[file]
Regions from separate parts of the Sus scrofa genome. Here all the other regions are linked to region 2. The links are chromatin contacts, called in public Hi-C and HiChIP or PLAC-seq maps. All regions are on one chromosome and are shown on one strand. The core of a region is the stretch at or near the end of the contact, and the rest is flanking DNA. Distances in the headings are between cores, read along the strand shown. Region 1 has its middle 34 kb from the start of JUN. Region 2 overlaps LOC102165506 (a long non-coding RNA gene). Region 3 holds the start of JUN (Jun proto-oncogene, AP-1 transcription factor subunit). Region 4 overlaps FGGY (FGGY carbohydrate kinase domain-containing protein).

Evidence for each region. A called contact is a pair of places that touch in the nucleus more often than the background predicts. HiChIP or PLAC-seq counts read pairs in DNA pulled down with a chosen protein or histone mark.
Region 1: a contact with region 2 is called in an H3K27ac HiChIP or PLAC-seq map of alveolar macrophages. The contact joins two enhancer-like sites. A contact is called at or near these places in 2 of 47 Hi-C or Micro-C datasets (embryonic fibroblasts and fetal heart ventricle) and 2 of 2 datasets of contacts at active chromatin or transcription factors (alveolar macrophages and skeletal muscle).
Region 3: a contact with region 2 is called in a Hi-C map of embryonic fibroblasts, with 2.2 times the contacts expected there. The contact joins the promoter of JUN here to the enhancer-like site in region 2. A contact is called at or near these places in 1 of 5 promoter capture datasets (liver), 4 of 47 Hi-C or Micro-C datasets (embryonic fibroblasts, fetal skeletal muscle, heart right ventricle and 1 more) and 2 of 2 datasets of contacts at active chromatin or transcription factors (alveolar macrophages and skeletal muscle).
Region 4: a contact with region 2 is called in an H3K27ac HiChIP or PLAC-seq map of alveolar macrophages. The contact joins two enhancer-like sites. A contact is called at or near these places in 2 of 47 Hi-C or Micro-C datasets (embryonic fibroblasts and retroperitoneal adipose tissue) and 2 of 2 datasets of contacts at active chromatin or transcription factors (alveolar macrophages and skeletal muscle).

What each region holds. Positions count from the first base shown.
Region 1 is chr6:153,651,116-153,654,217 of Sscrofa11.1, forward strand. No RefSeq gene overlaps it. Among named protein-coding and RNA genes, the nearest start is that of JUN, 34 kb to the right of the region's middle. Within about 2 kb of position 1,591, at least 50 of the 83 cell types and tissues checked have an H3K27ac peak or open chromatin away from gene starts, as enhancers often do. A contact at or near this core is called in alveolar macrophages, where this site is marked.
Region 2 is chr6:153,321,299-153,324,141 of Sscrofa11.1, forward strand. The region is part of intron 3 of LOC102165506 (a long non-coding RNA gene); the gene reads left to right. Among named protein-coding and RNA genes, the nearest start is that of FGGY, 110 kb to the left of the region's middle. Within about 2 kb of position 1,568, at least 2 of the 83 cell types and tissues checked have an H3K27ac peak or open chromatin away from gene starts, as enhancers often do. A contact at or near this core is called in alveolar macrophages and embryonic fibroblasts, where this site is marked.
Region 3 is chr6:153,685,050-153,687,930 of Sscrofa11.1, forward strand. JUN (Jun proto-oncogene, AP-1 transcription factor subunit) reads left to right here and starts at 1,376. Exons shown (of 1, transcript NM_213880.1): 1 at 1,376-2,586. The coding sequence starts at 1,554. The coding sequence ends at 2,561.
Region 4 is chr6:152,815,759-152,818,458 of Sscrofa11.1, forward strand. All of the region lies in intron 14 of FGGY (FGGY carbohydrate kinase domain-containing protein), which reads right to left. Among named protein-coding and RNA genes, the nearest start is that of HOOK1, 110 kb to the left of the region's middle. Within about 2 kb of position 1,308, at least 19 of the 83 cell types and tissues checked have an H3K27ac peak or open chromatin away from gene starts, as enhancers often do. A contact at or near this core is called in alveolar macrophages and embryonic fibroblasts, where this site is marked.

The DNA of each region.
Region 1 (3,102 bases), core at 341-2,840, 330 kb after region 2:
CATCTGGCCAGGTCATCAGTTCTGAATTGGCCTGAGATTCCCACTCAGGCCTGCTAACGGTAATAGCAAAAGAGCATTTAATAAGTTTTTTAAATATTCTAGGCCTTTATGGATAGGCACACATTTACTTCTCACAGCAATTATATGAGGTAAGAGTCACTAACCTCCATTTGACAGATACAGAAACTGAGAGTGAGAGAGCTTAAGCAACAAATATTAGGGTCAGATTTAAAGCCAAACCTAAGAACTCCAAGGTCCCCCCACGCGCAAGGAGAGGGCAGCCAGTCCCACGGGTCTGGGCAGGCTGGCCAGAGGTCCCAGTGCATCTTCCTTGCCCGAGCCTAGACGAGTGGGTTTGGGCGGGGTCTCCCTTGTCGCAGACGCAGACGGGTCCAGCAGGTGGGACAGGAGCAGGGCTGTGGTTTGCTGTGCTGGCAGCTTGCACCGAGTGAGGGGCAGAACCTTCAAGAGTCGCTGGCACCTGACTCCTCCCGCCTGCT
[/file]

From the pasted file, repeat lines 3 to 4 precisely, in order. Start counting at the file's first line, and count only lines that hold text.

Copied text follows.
Region 1: a contact with region 2 is called in an H3K27ac HiChIP or PLAC-seq map of alveolar macrophages. The contact joins two enhancer-like sites. A contact is called at or near these places in 2 of 47 Hi-C or Micro-C datasets (embryonic fibroblasts and fetal heart ventricle) and 2 of 2 datasets of contacts at active chromatin or transcription factors (alveolar macrophages and skeletal muscle).
Region 3: a contact with region 2 is called in a Hi-C map of embryonic fibroblasts, with 2.2 times the contacts expected there. The contact joins the promoter of JUN here to the enhancer-like site in region 2. A contact is called at or near these places in 1 of 5 promoter capture datasets (liver), 4 of 47 Hi-C or Micro-C datasets (embryonic fibroblasts, fetal skeletal muscle, heart right ventricle and 1 more) and 2 of 2 datasets of contacts at active chromatin or transcription factors (alveolar macrophages and skeletal muscle).